CST Brands and Couche-Tard: Nothing Personal

'What could have been' for CST becomes Couche-Tard's No. 1 coup

Illustration by Gary Musgrave

In the summer of 2014, Kim Lubel was trailblazing across central Pennsylvania and upstate New York. She was homing in on the acquisition of a highly respected, family-run convenience chain in the Syracuse area and an agreement with a Lehigh Valley fuel distributor for the rights and tax advantages of its master limited partnership.

Lubel, the indefatigable and charismatic head of Valero Energy’s retail spinoff, CST Brands, was riding high. She talked passionately about a dynamic retail network built on smart acquisitions and new ground-ups.

Speaking on the heels of CST’s purchase of Nice N Easy Grocery Shoppes in August 2014, she said, “We don’t see this deal as a one and done. This is about building a footprint for us to grow across the United States.”

Almost two years to the day of its Nice N Easy deal, CST Brands, operator of about 2,000 stores in the United States and Canada, announced its own acquisition. The purchaser was a company permeating not just North America but parts of Europe, too: Alimentation Couche-Tard, proprietor of the Circle K brand.

CST’s story is not like that of The Pantry, Swifty Serve, Clark Enterprise, Convenience USA or Dairy Mart—rapid-fire M&A chains ruined by intolerable debt, gross mismanagement or operational incompetence.

CST was a good chain with good people and a compelling story. So what happened from the summer of optimism just two years ago to this past summer of its sale?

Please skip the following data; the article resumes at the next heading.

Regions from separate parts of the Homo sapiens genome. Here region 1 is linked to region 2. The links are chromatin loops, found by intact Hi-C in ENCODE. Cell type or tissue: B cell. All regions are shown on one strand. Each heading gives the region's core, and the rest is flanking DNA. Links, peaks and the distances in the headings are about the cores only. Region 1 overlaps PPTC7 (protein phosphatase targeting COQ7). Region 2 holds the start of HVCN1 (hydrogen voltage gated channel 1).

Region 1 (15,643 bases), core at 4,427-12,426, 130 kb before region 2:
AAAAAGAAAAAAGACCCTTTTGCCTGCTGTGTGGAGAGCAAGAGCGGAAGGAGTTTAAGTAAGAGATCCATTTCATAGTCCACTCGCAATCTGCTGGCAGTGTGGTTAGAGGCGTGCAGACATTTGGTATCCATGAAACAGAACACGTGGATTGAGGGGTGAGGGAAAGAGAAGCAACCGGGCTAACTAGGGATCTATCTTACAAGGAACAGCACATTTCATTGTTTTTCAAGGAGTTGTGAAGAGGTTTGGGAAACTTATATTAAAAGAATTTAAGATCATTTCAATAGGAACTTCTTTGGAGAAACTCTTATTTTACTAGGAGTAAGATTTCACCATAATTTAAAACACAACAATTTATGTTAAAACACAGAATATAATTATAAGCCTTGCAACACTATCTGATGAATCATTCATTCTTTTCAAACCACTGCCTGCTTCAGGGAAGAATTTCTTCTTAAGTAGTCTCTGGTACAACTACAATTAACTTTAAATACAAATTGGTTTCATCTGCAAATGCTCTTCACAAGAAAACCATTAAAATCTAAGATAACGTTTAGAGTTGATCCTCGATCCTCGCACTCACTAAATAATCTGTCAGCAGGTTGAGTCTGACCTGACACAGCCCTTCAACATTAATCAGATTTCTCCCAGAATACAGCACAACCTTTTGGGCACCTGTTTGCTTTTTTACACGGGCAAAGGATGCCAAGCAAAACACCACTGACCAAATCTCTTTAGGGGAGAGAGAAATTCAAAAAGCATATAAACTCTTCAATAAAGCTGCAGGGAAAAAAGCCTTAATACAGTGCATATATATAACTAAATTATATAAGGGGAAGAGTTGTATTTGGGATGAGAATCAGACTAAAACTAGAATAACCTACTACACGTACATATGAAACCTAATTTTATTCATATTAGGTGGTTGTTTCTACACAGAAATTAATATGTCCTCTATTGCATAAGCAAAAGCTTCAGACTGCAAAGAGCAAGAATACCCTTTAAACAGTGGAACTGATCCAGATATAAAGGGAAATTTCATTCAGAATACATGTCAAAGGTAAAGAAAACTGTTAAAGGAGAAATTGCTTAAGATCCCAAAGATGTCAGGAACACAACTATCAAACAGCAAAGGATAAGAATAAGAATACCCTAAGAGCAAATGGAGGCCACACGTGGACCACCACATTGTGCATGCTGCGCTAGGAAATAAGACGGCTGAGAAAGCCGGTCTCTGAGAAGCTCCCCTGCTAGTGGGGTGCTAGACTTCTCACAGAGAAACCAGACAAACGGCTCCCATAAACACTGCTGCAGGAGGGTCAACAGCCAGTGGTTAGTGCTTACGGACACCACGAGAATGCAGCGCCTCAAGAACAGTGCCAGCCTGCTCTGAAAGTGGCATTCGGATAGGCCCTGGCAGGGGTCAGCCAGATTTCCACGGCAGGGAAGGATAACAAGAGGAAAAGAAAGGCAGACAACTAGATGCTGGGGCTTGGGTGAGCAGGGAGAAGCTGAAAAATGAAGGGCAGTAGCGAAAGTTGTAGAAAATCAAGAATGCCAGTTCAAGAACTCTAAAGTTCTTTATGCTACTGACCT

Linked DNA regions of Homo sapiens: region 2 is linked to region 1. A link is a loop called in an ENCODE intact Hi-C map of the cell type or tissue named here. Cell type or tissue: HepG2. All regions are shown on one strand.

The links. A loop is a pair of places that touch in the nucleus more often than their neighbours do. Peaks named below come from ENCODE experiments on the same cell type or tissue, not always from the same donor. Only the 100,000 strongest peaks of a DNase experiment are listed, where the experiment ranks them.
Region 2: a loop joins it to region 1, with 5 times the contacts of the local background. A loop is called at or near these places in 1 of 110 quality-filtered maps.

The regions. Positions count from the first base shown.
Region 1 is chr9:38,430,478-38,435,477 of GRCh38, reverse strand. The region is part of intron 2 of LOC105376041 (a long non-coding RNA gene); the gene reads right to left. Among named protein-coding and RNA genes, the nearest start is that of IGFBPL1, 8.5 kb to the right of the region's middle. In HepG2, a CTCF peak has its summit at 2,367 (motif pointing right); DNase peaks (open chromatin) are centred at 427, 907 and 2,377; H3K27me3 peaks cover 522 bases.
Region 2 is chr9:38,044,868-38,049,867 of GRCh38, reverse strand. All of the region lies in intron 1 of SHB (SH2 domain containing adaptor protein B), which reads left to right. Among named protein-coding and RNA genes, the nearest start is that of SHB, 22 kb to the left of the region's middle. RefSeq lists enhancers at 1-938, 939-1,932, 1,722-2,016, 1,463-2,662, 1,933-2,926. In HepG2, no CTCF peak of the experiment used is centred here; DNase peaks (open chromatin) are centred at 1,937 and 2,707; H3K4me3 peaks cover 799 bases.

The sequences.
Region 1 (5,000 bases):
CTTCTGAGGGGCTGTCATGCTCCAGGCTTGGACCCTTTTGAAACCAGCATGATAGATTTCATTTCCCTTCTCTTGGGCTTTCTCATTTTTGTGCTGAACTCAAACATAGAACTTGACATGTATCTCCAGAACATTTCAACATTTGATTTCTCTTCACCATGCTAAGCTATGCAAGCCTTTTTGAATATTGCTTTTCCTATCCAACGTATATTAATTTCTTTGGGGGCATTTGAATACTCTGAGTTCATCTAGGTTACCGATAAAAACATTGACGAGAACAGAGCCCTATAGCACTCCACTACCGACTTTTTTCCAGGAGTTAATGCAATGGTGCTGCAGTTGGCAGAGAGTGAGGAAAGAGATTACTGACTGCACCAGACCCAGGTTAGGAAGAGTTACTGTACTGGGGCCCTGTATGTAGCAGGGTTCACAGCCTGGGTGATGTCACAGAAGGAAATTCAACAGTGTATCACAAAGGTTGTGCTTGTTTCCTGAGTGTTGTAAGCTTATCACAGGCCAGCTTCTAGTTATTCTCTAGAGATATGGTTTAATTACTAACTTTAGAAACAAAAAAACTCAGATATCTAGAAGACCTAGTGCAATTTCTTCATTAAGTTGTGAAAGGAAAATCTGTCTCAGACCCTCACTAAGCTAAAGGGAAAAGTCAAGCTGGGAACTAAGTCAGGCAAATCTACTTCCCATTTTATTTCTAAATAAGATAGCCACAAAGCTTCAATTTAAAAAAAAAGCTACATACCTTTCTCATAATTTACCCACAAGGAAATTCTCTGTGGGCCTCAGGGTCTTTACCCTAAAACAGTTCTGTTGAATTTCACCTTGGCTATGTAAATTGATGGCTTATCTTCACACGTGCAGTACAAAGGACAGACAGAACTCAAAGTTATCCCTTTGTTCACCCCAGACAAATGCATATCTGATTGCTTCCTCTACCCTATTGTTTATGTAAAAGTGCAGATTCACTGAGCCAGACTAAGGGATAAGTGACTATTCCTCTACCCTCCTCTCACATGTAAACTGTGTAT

Many industry observers were surprised at how fast CST went from one end of the spectrum to the other. “CST was expanding and doing well,” said one Texas consultant who requested anonymity. “That’s what most of us thought.”

If the underlying question is why, then the tide beneath it is regret.

Consider again the promise. San Antonio-based CST Brands and its Corner Store concept made aggressive strides over the past two and a half years in foodservice: a baked-goods strategy with signature items, such as its whoopie pies and breakfast kolaches, and an even more expansive menu in play for larger-format test stores in Texas that included stromboli, pizzas and subs. These were well-crafted, field-tested offers.

On the M&A front, no one can forget the one-two, MLP-inspired coups of food-first Nice N Easy in upstate New York—where the acquisition was as much about intellectual property as it was about scale—and similarly with tech-forward Flash Foods in Georgia.

Then factor in Kim Lubel, formerly Kim Bowers, stepping onto the stage in 2013 as the first female president and CEO of a major convenience-retail chain. She broke through the company’s rigid, big-oil heritage, calling for greater accessibility, casual attire—even welcoming facial hair, which was previously barred. She garnered favor at all levels, with her legal acumen impressing 8investors and her fluid Spanish making her the darling of front-line employees. More important, she articulated a food-centric, big-format vision that has become the hallmark of today’s c-store innovators.

Yet even though she grabbed the reins of this multiformat behemoth with grace and authority, it took a mere 10 months for the promise to evaporate.

Continued: Beginning Of The End

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